In your mind’s eye, did you “leave” your house through the door you usually use? Did you “see” the street outside your house? Did you then “walk” along the street in the direction of the post office? Did you hear yourself counting the number of times you crossed the road on your way to the post office? If the answer is yes to all these questions, you were using all three components of your working memory to carry out the task. You “saw’” the door, the streets, and the post office using the visuo-spatial sketchpad. You counted the number of roads you crossed using the phonological loop, and you planned and carried out the task using the central executive.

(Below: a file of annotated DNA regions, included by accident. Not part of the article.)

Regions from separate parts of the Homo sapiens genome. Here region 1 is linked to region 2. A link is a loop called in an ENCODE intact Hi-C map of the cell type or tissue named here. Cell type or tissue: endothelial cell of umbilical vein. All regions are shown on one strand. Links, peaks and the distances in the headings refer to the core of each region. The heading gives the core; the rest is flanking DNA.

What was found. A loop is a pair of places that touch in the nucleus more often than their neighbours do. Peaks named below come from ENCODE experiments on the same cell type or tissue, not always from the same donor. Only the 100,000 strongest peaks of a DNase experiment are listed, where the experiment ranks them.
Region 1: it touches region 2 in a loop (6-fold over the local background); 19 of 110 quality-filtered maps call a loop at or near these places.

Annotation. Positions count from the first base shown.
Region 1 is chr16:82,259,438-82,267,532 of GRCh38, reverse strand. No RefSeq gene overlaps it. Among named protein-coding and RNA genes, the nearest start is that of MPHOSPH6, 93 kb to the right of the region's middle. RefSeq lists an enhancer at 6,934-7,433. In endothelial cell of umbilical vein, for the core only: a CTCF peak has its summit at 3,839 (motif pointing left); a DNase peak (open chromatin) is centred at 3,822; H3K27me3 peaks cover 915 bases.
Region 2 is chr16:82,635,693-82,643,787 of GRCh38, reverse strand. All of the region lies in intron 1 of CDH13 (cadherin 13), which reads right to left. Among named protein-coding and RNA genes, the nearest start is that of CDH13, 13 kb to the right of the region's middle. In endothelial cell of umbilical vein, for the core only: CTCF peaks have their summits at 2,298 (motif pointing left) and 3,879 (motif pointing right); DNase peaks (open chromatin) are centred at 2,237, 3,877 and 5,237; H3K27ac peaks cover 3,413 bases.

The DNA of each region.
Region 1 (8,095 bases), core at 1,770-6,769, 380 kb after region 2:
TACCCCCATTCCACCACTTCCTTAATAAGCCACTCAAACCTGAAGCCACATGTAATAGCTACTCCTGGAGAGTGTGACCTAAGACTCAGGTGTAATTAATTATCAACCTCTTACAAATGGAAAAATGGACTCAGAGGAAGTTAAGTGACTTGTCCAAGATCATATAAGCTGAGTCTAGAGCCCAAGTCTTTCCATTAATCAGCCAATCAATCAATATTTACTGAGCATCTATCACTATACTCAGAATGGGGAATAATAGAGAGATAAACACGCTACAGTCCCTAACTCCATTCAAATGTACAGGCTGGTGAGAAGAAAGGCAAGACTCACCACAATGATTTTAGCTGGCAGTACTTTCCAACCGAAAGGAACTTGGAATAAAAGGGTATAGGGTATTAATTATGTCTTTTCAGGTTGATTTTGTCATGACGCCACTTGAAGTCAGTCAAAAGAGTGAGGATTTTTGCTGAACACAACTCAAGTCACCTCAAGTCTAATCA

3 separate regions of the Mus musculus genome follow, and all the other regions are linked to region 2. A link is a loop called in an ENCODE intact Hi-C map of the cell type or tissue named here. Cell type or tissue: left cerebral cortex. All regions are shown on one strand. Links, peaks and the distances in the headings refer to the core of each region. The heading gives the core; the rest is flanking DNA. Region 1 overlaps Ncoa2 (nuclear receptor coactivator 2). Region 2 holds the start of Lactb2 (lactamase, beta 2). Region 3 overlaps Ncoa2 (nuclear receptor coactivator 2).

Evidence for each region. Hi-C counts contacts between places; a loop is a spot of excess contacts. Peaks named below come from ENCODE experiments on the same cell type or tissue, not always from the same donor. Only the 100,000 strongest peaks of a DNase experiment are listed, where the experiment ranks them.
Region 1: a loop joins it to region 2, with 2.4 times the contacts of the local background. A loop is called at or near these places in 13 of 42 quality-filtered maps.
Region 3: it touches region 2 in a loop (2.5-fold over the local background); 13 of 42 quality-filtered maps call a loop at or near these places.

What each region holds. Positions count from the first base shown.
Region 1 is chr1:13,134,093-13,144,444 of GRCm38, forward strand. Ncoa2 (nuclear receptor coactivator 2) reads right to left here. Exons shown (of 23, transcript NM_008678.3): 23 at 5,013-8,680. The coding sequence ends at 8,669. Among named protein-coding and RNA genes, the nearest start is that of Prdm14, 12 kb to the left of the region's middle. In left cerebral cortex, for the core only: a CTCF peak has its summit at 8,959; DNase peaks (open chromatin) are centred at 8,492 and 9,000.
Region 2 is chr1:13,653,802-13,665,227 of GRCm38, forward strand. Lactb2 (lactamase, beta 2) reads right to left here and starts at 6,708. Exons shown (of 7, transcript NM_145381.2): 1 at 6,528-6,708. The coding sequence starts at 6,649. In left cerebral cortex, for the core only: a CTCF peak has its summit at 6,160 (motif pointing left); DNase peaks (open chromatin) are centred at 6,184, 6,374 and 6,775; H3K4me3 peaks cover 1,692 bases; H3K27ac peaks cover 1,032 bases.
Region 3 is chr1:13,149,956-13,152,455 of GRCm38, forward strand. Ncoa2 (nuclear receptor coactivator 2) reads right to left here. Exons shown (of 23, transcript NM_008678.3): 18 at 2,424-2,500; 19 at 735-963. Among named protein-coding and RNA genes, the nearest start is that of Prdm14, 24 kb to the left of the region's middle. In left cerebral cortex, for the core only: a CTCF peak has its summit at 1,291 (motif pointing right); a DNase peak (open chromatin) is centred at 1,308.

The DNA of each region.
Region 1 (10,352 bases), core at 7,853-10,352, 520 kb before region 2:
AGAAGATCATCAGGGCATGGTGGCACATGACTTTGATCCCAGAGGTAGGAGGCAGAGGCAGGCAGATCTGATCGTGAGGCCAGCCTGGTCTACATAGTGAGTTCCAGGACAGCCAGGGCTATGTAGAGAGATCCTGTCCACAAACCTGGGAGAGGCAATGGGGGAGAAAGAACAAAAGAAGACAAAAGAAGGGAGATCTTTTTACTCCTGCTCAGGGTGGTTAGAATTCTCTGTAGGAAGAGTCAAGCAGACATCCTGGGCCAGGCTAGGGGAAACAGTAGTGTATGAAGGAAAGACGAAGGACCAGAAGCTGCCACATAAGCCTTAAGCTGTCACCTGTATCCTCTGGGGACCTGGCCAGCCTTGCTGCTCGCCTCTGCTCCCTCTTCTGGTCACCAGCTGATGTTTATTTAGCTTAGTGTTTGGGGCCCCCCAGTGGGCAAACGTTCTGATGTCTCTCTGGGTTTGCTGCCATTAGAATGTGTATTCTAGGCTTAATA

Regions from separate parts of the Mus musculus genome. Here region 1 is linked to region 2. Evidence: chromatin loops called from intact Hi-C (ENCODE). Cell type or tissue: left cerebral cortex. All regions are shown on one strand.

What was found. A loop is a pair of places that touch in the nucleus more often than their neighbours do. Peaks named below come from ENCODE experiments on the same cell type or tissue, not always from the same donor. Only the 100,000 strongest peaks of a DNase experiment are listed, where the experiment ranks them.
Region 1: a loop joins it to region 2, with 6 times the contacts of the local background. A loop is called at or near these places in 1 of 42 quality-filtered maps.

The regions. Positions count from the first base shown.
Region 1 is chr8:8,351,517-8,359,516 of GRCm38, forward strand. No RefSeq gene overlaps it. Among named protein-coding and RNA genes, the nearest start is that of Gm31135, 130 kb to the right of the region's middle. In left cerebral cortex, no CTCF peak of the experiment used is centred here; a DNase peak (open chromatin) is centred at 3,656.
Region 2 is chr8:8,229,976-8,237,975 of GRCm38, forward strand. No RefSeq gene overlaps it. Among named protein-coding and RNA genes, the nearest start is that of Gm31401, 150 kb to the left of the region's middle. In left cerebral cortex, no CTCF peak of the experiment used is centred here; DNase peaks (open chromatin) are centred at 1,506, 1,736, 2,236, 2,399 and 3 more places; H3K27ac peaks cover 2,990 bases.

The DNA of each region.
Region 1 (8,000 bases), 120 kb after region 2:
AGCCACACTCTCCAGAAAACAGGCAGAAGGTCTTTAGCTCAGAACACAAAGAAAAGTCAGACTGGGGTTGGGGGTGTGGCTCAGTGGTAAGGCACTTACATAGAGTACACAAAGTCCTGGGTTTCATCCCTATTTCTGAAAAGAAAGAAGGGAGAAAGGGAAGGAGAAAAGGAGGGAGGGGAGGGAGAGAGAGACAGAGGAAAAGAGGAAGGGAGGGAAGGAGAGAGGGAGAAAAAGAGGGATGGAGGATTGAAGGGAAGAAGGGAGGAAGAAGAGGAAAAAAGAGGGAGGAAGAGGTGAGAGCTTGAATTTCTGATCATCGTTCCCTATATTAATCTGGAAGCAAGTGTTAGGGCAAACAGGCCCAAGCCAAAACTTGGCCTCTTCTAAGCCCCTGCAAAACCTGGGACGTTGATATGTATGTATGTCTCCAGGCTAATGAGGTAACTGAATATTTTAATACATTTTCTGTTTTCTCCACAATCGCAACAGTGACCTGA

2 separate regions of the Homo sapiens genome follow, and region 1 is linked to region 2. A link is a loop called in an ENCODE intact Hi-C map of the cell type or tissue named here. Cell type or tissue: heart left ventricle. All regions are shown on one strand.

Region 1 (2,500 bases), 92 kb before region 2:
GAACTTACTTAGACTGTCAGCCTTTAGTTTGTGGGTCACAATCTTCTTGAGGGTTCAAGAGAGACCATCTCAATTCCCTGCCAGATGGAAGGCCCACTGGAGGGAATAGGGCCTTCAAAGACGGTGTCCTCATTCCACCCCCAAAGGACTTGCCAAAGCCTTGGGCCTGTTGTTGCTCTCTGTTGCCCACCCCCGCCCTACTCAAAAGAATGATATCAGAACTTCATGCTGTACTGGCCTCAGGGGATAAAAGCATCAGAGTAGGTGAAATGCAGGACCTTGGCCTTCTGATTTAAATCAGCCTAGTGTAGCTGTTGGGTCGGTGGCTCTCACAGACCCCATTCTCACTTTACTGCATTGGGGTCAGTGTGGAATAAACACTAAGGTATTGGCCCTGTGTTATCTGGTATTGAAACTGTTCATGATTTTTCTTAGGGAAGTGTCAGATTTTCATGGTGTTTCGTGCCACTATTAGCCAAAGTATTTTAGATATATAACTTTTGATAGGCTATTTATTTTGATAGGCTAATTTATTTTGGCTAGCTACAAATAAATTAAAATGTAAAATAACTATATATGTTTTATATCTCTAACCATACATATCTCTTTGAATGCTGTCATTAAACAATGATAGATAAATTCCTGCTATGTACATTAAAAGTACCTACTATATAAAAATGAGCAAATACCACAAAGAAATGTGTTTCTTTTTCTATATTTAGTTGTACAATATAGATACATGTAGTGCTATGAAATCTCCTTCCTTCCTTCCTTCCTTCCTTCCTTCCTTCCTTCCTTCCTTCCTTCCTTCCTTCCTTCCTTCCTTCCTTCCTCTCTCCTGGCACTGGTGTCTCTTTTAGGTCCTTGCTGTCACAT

So, how are the phonological loop and its role in working memory connected with learning to read? Reading in any language involves both our visual and sound systems. First, we need to learn to associate visual symbols with the sounds of the language. We can then decode the visual symbols as the sounds of the language. To understand the meaning of the clusters of letters that comprise words in English, beginner readers need to “hear” and “sound out” the individual sounds (e.g., b-o-o-k). At the next stage of reading, we need to “hear” the words we are reading to understand them and hold them in working memory to make sense of the strings of  words we read. When we can recognize the sound and letter correspondences and hear words with our inner ear, we begin to build direct connections between vision and meaning (the appearance of the words and what we understand). With plenty of reading practice, we can become more proficient, and can automatically recognize words. This reduces the load on our working memory. We can read faster and more accurately and with less reliance on our inner voice and inner ear. But, as you experienced earlier, when we are fluent readers faced with a challenging text, we need to call upon the services of the phonological loop to retain our focus and to understand what we are reading.